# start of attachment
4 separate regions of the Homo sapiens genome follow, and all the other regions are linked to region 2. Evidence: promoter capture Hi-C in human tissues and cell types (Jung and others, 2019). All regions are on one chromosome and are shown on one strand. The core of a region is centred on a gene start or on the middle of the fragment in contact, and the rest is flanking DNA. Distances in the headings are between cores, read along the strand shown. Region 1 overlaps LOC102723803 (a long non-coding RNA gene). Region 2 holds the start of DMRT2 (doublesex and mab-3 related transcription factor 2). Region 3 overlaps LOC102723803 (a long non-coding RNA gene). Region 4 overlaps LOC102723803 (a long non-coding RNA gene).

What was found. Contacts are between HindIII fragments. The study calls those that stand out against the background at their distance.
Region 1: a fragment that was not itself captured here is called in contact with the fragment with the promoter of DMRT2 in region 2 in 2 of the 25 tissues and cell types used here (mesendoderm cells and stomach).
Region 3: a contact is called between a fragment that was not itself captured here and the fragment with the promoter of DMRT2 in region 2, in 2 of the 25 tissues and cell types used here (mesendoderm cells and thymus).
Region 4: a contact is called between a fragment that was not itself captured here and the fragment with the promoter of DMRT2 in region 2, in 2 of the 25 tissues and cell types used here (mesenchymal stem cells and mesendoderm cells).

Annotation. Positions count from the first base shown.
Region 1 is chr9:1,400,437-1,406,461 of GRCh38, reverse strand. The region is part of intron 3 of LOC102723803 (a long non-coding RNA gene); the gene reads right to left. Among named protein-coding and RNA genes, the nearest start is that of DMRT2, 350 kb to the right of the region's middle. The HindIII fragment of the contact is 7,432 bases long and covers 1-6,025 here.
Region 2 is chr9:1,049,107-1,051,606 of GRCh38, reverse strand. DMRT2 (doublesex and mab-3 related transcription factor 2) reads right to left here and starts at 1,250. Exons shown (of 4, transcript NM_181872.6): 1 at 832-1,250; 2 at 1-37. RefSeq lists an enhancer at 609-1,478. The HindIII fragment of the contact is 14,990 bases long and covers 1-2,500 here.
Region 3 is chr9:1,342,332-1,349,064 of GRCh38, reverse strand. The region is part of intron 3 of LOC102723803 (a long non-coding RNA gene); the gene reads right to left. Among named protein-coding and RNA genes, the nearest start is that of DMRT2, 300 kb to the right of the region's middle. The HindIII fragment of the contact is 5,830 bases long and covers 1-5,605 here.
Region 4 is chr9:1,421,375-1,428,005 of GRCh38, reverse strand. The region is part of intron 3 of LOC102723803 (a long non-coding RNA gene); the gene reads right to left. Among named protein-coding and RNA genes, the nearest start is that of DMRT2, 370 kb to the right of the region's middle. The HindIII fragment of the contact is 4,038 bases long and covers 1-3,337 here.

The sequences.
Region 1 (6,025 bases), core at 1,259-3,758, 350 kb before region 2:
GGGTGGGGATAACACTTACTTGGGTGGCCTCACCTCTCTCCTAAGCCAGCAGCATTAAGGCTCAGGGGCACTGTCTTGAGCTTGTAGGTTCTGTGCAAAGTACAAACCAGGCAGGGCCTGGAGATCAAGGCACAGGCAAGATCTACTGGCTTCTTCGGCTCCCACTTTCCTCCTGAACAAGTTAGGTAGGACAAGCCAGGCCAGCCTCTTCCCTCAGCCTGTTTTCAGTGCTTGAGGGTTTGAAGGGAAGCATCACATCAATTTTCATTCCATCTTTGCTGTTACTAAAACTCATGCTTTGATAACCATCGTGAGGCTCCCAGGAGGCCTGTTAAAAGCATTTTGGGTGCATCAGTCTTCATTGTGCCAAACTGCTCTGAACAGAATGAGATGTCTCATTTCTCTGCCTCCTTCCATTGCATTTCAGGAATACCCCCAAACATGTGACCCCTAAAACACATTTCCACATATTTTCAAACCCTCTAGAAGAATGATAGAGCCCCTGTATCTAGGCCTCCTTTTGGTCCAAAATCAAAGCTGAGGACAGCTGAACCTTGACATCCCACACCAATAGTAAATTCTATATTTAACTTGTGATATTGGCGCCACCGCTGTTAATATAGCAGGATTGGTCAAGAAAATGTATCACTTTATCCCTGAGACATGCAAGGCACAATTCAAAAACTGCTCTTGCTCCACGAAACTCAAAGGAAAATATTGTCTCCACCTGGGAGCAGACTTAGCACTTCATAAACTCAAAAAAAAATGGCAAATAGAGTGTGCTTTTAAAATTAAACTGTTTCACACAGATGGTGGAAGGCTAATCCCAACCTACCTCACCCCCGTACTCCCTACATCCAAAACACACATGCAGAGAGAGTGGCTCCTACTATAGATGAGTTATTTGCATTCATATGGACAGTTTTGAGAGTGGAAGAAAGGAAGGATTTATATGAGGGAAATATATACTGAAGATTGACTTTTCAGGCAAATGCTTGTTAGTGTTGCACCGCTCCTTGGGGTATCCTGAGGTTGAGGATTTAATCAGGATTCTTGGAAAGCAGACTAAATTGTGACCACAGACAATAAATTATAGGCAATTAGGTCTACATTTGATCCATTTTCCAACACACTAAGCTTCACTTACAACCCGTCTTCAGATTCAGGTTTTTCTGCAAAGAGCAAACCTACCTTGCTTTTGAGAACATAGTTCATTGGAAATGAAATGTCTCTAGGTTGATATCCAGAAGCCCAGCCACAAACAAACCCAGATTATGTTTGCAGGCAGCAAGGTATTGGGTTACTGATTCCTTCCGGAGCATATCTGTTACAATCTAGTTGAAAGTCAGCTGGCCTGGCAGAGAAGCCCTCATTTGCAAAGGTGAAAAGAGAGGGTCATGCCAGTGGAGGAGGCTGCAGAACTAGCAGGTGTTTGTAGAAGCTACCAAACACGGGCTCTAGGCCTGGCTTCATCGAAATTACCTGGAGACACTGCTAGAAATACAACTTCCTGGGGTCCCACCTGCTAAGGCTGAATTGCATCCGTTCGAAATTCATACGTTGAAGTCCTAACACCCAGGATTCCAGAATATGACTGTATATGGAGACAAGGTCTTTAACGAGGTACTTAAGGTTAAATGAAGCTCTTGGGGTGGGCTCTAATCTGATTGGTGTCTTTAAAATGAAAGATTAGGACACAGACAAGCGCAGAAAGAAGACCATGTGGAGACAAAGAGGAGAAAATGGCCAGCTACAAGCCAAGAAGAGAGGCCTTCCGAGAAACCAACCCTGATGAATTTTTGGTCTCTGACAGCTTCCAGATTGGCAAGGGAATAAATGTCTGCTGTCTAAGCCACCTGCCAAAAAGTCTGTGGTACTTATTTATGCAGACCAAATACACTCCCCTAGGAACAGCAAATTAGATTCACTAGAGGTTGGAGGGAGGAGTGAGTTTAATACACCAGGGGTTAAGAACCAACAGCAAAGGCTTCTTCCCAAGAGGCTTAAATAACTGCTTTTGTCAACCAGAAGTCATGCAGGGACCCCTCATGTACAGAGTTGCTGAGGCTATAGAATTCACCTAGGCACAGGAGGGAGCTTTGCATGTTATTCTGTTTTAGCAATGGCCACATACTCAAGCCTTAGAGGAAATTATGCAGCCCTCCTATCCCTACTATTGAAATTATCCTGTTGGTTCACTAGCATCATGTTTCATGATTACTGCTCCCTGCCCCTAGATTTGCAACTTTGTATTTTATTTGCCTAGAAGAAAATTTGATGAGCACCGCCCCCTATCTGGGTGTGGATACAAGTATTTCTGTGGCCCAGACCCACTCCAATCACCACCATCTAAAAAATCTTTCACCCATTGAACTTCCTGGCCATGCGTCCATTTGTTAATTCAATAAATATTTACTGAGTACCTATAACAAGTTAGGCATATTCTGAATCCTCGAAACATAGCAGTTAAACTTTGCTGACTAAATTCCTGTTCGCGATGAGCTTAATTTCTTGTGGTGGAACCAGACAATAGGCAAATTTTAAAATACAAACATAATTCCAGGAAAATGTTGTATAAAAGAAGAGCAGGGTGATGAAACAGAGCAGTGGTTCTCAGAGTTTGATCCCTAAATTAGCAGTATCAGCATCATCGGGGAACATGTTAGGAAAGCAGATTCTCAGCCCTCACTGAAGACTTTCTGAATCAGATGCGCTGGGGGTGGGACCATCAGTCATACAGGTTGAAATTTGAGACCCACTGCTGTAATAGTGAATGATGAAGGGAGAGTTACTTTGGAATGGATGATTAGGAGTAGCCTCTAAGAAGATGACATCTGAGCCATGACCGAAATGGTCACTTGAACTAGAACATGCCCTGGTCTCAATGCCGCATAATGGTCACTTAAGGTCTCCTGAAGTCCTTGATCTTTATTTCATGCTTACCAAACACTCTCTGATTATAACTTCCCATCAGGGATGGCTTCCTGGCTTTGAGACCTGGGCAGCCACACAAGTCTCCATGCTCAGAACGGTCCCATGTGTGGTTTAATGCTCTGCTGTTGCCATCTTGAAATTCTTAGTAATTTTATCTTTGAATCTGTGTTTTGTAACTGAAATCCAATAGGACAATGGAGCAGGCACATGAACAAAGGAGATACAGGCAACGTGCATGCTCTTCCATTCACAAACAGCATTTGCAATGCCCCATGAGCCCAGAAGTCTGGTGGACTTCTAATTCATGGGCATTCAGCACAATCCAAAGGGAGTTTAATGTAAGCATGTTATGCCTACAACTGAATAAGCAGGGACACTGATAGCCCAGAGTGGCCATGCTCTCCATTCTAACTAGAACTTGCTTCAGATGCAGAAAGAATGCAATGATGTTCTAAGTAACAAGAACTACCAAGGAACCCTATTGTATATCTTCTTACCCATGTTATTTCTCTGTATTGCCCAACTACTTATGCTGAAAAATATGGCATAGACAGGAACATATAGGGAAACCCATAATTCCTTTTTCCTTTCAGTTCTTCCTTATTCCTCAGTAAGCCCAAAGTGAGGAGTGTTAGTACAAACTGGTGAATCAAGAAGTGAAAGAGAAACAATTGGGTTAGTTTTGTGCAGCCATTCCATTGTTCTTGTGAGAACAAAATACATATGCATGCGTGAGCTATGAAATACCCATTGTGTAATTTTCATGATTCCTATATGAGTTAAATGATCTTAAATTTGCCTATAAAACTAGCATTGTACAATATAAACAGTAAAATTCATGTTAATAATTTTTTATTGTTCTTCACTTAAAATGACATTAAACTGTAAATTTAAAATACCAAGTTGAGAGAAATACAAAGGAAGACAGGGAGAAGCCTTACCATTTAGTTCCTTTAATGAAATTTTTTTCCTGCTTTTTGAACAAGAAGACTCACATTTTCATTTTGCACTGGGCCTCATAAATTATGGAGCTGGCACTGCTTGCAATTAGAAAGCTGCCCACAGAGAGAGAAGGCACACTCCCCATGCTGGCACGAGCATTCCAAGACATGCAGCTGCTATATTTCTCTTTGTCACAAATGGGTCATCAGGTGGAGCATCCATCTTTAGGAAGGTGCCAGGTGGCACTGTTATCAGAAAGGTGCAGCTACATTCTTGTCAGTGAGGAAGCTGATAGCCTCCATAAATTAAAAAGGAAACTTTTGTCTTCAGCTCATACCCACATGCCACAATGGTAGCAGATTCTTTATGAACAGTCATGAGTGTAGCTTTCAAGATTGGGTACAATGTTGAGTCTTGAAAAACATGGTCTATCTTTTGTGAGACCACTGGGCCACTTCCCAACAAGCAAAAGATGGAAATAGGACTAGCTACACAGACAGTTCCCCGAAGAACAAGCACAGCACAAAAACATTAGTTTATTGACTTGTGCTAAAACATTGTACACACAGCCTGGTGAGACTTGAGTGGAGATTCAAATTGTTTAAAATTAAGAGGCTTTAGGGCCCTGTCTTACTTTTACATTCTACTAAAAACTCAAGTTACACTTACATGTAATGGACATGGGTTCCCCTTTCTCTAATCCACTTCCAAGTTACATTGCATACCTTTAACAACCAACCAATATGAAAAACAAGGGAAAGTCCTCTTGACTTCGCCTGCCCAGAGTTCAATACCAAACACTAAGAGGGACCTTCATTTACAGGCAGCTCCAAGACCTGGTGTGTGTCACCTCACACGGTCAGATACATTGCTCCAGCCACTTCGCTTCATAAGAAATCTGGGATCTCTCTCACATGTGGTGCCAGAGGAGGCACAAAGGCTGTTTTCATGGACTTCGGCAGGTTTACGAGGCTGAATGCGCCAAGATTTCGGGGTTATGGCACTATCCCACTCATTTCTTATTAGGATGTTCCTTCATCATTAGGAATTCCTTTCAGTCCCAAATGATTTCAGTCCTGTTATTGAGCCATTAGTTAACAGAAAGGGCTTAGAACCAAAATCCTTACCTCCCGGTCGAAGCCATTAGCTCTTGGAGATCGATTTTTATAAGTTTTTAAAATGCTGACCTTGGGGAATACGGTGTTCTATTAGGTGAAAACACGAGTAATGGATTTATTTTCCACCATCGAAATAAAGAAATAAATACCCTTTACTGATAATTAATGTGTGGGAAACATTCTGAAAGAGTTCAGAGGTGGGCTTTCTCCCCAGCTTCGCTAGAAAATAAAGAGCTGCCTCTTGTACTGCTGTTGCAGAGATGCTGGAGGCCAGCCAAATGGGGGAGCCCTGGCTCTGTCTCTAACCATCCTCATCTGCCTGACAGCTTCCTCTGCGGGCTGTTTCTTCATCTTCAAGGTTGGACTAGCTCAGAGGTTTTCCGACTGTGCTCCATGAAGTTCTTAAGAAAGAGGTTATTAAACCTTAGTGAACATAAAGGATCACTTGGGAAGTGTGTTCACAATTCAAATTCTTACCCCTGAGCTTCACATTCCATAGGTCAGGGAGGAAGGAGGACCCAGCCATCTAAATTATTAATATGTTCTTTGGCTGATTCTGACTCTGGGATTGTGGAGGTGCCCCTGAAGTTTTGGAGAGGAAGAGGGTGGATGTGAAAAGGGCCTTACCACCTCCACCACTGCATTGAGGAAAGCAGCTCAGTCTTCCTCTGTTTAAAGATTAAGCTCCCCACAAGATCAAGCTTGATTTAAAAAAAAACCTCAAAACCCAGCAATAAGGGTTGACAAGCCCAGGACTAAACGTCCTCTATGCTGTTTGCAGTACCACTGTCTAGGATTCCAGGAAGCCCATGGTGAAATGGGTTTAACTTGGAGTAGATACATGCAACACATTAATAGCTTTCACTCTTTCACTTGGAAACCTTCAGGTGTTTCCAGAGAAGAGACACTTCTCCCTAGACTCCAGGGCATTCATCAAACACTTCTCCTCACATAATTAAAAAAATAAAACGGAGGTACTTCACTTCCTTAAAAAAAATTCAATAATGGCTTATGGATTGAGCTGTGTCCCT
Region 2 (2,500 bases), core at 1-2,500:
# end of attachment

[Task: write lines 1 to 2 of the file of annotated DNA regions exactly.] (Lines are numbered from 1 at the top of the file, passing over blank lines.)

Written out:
4 separate regions of the Homo sapiens genome follow, and all the other regions are linked to region 2. Evidence: promoter capture Hi-C in human tissues and cell types (Jung and others, 2019). All regions are on one chromosome and are shown on one strand. The core of a region is centred on a gene start or on the middle of the fragment in contact, and the rest is flanking DNA. Distances in the headings are between cores, read along the strand shown. Region 1 overlaps LOC102723803 (a long non-coding RNA gene). Region 2 holds the start of DMRT2 (doublesex and mab-3 related transcription factor 2). Region 3 overlaps LOC102723803 (a long non-coding RNA gene). Region 4 overlaps LOC102723803 (a long non-coding RNA gene).

What was found. Contacts are between HindIII fragments. The study calls those that stand out against the background at their distance.